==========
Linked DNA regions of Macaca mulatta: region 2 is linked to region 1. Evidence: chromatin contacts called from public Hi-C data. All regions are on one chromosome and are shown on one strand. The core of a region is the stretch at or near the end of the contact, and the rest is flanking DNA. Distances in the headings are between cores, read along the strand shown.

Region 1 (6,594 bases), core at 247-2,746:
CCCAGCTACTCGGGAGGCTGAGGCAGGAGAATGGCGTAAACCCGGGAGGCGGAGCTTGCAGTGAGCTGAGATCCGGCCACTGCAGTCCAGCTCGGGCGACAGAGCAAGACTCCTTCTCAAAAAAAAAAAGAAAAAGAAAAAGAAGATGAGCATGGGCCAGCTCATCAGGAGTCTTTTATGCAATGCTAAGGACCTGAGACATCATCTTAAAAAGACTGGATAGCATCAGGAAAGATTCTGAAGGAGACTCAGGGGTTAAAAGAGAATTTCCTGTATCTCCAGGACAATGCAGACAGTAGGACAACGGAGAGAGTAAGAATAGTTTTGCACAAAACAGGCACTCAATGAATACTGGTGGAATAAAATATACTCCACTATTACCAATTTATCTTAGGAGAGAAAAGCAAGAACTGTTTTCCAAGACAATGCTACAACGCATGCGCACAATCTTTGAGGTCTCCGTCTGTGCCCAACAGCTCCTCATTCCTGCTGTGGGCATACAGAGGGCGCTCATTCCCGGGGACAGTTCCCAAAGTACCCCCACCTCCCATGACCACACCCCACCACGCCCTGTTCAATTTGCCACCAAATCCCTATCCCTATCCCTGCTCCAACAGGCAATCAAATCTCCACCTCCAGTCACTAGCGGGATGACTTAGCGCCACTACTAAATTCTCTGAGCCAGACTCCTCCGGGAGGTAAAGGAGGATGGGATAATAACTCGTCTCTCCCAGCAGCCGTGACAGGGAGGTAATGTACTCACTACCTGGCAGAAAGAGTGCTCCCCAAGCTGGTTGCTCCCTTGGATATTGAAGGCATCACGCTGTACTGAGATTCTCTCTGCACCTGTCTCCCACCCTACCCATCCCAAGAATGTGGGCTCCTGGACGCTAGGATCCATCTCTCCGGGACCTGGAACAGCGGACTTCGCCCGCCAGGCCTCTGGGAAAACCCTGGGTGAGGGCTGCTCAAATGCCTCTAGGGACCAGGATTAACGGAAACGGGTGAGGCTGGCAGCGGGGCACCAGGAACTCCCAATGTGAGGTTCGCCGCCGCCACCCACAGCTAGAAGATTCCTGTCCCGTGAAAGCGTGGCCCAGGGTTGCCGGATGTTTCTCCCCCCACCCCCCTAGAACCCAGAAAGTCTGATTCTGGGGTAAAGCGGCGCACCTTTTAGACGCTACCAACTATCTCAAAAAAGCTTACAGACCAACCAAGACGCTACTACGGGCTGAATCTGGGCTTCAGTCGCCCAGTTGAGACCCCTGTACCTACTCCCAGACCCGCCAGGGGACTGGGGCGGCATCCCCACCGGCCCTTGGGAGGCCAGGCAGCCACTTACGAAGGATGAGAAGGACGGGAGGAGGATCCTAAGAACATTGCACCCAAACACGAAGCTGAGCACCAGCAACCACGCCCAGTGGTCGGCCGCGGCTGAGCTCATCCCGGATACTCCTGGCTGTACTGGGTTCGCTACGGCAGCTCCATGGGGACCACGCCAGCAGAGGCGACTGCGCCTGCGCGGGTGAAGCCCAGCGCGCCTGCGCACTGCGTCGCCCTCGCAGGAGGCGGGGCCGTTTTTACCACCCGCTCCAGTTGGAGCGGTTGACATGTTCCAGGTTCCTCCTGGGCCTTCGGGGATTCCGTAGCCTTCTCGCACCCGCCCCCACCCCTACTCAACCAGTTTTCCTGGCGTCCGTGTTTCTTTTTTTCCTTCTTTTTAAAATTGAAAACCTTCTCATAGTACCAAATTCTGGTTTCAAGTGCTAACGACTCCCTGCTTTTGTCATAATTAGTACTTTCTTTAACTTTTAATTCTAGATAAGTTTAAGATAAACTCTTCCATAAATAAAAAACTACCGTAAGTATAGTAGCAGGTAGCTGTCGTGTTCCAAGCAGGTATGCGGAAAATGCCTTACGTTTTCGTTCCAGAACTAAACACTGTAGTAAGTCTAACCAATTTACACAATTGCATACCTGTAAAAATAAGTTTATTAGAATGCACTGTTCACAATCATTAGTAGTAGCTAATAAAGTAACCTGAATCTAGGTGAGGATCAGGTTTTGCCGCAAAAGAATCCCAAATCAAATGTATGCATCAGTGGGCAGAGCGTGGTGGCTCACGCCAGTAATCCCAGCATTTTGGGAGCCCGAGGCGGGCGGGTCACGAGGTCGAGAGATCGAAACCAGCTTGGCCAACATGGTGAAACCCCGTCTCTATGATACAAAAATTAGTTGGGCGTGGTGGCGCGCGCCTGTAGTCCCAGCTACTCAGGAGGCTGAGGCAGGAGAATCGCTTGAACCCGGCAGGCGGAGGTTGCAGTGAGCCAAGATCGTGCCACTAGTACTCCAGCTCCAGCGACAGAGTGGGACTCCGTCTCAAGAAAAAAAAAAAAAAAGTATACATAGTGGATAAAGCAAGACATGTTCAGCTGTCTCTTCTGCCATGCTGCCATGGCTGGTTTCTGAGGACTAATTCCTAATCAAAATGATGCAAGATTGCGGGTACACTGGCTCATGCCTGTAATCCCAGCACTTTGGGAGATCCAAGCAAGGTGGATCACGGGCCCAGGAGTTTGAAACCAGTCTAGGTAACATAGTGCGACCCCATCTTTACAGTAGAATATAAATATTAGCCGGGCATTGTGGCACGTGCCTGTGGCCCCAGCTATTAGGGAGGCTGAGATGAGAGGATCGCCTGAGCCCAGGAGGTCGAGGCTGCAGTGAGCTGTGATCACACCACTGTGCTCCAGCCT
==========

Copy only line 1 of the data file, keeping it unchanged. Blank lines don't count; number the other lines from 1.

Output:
Linked DNA regions of Macaca mulatta: region 2 is linked to region 1. Evidence: chromatin contacts called from public Hi-C data. All regions are on one chromosome and are shown on one strand. The core of a region is the stretch at or near the end of the contact, and the rest is flanking DNA. Distances in the headings are between cores, read along the strand shown.